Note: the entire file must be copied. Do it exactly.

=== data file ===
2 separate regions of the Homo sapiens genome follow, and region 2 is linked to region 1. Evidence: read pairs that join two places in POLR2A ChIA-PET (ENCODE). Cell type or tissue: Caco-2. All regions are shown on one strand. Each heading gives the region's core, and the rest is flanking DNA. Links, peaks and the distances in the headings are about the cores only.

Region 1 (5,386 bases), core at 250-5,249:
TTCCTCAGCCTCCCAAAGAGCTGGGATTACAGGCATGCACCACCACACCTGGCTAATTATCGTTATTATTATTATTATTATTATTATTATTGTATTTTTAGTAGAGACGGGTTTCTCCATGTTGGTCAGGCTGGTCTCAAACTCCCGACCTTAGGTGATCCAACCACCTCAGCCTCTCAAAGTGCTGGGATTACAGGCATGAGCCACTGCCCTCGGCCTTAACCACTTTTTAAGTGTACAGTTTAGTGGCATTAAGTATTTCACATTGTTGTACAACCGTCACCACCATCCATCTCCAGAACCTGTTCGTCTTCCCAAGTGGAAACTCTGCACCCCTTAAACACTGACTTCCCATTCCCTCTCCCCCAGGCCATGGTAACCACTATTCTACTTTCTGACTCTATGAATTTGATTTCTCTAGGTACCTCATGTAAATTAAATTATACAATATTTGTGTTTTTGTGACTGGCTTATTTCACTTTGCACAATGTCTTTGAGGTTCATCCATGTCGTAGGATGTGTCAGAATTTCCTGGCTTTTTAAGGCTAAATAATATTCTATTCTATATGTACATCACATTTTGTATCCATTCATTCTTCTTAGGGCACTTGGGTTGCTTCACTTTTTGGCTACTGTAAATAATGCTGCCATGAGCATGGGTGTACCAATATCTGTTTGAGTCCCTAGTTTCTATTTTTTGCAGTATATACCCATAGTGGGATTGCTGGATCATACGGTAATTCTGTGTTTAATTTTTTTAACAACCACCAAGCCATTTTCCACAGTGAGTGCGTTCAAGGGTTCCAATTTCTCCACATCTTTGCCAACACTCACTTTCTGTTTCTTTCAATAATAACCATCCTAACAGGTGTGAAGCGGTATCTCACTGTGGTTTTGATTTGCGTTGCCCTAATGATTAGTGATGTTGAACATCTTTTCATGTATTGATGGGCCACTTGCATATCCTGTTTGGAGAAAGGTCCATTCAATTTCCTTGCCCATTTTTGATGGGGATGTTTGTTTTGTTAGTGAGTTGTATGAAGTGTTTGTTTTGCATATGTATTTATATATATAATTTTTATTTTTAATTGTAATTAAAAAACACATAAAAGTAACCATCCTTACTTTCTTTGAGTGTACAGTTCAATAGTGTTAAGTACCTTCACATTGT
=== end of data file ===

2 separate regions of the Homo sapiens genome follow, and region 2 is linked to region 1. Evidence: read pairs that join two places in POLR2A ChIA-PET (ENCODE). Cell type or tissue: Caco-2. All regions are shown on one strand. Each heading gives the region's core, and the rest is flanking DNA. Links, peaks and the distances in the headings are about the cores only.

Region 1 (5,386 bases), core at 250-5,249:
TTCCTCAGCCTCCCAAAGAGCTGGGATTACAGGCATGCACCACCACACCTGGCTAATTATCGTTATTATTATTATTATTATTATTATTATTGTATTTTTAGTAGAGACGGGTTTCTCCATGTTGGTCAGGCTGGTCTCAAACTCCCGACCTTAGGTGATCCAACCACCTCAGCCTCTCAAAGTGCTGGGATTACAGGCATGAGCCACTGCCCTCGGCCTTAACCACTTTTTAAGTGTACAGTTTAGTGGCATTAAGTATTTCACATTGTTGTACAACCGTCACCACCATCCATCTCCAGAACCTGTTCGTCTTCCCAAGTGGAAACTCTGCACCCCTTAAACACTGACTTCCCATTCCCTCTCCCCCAGGCCATGGTAACCACTATTCTACTTTCTGACTCTATGAATTTGATTTCTCTAGGTACCTCATGTAAATTAAATTATACAATATTTGTGTTTTTGTGACTGGCTTATTTCACTTTGCACAATGTCTTTGAGGTTCATCCATGTCGTAGGATGTGTCAGAATTTCCTGGCTTTTTAAGGCTAAATAATATTCTATTCTATATGTACATCACATTTTGTATCCATTCATTCTTCTTAGGGCACTTGGGTTGCTTCACTTTTTGGCTACTGTAAATAATGCTGCCATGAGCATGGGTGTACCAATATCTGTTTGAGTCCCTAGTTTCTATTTTTTGCAGTATATACCCATAGTGGGATTGCTGGATCATACGGTAATTCTGTGTTTAATTTTTTTAACAACCACCAAGCCATTTTCCACAGTGAGTGCGTTCAAGGGTTCCAATTTCTCCACATCTTTGCCAACACTCACTTTCTGTTTCTTTCAATAATAACCATCCTAACAGGTGTGAAGCGGTATCTCACTGTGGTTTTGATTTGCGTTGCCCTAATGATTAGTGATGTTGAACATCTTTTCATGTATTGATGGGCCACTTGCATATCCTGTTTGGAGAAAGGTCCATTCAATTTCCTTGCCCATTTTTGATGGGGATGTTTGTTTTGTTAGTGAGTTGTATGAAGTGTTTGTTTTGCATATGTATTTATATATATAATTTTTATTTTTAATTGTAATTAAAAAACACATAAAAGTAACCATCCTTACTTTCTTTGAGTGTACAGTTCAATAGTGTTAAGTACCTTCACATTGT